I suppose that my experience with Pre-Calculus curriculum began in Steve Patterson’s Pre-Calculus class at Briarcliff High School in the 1981-82 school year. Pre-Calculus always stuck out in my mind because it was the only math course that was completely locally developed. Algebra I, II, and Geometry all had Regents exams and the Calculus course was AP Calculus.I'm hoping Rich will write more posts for us.
I remember studying Conic Sections, Polynomial Long Division and Synthetic Division, the Rational Roots Theorem (and its proof), elementary Discrete Math (permutations, combinations and binomial probability), Polar Coordinate graphing and hand calculating Riemann Sums at the end of the year. I took the College Board Math Achievement Test II (now the SAT Subject Test Math II) after completing the Pre-Calculus course so I recently looked at some current sample questions and saw these same topics – Analytic Geometry, Permutations & Combinations, Synthetic Division, Functions, Sequences & Series.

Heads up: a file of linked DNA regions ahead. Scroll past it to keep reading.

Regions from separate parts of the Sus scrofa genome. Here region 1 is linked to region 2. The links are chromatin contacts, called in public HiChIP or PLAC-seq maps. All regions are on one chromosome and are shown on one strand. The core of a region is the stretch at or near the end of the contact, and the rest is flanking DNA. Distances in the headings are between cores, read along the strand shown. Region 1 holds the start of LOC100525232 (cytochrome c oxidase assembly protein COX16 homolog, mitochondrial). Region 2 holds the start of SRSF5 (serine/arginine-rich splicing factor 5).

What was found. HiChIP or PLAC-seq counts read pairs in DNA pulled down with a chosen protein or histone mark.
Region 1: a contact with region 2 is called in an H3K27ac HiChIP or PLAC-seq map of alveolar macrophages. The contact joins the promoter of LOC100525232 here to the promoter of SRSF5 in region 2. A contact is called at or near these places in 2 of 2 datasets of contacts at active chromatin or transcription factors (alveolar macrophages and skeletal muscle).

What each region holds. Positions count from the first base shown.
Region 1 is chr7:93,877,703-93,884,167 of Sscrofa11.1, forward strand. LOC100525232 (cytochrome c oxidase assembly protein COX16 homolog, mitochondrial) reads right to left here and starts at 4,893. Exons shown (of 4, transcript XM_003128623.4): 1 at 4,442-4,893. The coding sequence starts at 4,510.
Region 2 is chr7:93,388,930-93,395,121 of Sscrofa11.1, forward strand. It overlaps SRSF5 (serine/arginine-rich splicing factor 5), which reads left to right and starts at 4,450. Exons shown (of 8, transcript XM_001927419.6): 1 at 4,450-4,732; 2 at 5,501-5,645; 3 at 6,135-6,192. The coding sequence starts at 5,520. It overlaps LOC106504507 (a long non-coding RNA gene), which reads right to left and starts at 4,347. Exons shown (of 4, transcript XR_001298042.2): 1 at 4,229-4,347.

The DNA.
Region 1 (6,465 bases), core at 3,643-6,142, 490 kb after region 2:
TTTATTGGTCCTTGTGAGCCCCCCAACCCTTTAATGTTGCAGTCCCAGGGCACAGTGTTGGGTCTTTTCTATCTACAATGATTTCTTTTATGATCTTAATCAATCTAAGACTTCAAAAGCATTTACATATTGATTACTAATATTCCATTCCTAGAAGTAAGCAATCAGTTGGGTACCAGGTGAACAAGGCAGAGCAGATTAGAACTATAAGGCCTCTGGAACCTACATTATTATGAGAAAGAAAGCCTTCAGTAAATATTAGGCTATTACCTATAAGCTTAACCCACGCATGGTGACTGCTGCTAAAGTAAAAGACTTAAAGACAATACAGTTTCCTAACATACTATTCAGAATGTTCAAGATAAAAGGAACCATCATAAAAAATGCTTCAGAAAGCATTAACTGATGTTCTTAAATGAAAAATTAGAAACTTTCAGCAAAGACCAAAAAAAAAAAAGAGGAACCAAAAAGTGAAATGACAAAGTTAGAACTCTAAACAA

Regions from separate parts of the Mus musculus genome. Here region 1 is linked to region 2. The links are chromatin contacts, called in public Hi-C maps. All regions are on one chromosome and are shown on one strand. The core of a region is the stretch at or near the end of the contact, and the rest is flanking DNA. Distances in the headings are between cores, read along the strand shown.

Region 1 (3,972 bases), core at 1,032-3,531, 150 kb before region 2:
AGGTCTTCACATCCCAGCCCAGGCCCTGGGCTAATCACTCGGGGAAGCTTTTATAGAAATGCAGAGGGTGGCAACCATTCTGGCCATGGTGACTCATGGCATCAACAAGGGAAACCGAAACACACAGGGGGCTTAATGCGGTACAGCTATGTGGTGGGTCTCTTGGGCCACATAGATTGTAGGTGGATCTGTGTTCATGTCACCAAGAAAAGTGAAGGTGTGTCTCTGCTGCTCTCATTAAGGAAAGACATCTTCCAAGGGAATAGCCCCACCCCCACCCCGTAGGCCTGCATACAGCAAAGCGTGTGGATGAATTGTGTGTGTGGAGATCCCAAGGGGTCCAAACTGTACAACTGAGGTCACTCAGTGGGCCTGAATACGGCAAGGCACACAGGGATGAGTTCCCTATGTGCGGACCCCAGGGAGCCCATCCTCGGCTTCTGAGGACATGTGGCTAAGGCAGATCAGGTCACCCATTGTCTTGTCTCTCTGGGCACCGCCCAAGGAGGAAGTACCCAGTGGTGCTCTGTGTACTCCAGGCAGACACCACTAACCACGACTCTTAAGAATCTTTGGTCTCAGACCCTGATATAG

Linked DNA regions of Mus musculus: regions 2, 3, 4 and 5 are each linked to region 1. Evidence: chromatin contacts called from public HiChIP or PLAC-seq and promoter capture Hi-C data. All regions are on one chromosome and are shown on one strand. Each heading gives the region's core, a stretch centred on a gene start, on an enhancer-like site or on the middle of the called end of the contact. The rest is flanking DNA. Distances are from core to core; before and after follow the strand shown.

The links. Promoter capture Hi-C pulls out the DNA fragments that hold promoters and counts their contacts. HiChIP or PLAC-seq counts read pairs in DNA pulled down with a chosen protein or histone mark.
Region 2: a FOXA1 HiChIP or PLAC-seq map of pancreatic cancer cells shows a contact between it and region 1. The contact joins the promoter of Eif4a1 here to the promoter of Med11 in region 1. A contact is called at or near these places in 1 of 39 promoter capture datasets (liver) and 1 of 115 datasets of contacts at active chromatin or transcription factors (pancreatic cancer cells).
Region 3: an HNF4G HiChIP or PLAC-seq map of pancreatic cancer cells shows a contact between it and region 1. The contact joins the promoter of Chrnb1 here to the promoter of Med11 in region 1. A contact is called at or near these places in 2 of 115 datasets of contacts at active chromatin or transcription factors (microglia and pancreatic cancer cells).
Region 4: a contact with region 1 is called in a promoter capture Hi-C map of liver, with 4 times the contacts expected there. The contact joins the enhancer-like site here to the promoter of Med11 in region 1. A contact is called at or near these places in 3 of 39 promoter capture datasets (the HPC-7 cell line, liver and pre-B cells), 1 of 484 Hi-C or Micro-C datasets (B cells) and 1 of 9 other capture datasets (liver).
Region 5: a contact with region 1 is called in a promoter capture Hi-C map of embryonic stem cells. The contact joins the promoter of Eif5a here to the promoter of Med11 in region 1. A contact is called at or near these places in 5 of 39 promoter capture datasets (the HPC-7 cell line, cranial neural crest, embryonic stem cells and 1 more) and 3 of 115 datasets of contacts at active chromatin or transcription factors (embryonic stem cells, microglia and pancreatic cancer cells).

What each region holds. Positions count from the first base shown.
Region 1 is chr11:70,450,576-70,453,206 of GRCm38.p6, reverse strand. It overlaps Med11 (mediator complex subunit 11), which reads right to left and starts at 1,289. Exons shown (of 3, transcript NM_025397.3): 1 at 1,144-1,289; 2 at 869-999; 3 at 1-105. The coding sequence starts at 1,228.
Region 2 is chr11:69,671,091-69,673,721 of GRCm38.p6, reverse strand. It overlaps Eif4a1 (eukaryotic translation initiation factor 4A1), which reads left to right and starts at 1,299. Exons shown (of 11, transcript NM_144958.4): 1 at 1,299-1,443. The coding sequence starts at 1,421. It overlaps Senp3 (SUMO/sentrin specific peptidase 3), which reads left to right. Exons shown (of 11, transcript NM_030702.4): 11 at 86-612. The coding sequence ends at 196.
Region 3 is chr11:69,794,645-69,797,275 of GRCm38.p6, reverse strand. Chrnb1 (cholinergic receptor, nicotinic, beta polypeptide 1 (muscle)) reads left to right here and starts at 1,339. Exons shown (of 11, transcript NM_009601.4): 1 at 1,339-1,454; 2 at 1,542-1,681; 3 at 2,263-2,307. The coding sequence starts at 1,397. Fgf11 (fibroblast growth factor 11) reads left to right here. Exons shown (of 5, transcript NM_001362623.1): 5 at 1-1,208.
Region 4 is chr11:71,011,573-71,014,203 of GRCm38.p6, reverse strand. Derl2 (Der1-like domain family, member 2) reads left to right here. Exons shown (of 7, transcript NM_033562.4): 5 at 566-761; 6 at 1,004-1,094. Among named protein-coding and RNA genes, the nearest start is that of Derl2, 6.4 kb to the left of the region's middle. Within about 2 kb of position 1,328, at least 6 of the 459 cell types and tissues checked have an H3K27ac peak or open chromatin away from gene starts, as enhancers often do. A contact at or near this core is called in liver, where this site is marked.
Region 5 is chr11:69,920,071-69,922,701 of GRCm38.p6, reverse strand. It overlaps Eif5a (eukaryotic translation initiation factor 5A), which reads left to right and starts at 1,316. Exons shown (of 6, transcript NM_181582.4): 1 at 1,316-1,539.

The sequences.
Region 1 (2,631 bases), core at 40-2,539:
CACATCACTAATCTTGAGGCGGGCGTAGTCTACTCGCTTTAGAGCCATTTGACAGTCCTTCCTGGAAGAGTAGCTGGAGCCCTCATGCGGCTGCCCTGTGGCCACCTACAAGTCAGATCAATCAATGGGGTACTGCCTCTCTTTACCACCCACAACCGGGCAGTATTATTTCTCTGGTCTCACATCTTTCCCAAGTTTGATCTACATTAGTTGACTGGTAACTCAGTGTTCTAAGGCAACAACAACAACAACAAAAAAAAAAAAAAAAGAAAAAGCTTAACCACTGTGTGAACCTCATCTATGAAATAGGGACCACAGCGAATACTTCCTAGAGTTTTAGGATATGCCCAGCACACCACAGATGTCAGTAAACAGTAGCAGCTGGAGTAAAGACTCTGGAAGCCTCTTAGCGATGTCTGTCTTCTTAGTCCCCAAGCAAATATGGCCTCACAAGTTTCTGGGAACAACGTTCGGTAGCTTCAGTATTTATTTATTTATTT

During the 1999-2000 school year, I taught Pre-Calculus at Maine Central Institute in Pittsfield, Maine. The school was using the Chicago Series text Functions, Statistics and Trigonometry for their Pre-Calculus course. I know that some teachers like the Chicago Series and FST in particular, but I didn’t really get much use out of the textbook, and began to supplement. Standard textbooks can be supplemented quite easily because the order and difficulty level of the topics is often similar. I found that the Chicago Series was very difficult to supplement and just began to create separate materials for the students. I collected these assignments in a binder and showed this to the University of Maine math department when I was interviewing for an adjunct position the following year (yeah - I didn’t stay at MCI very long – they were sticklers for using the approved textbook). I taught as an adjunct at UMaine for two years before beginning their MA program in Math.
Friday, July 8, 2011
Rich Beveridge on pre-calculus
Rich Beveridge writes: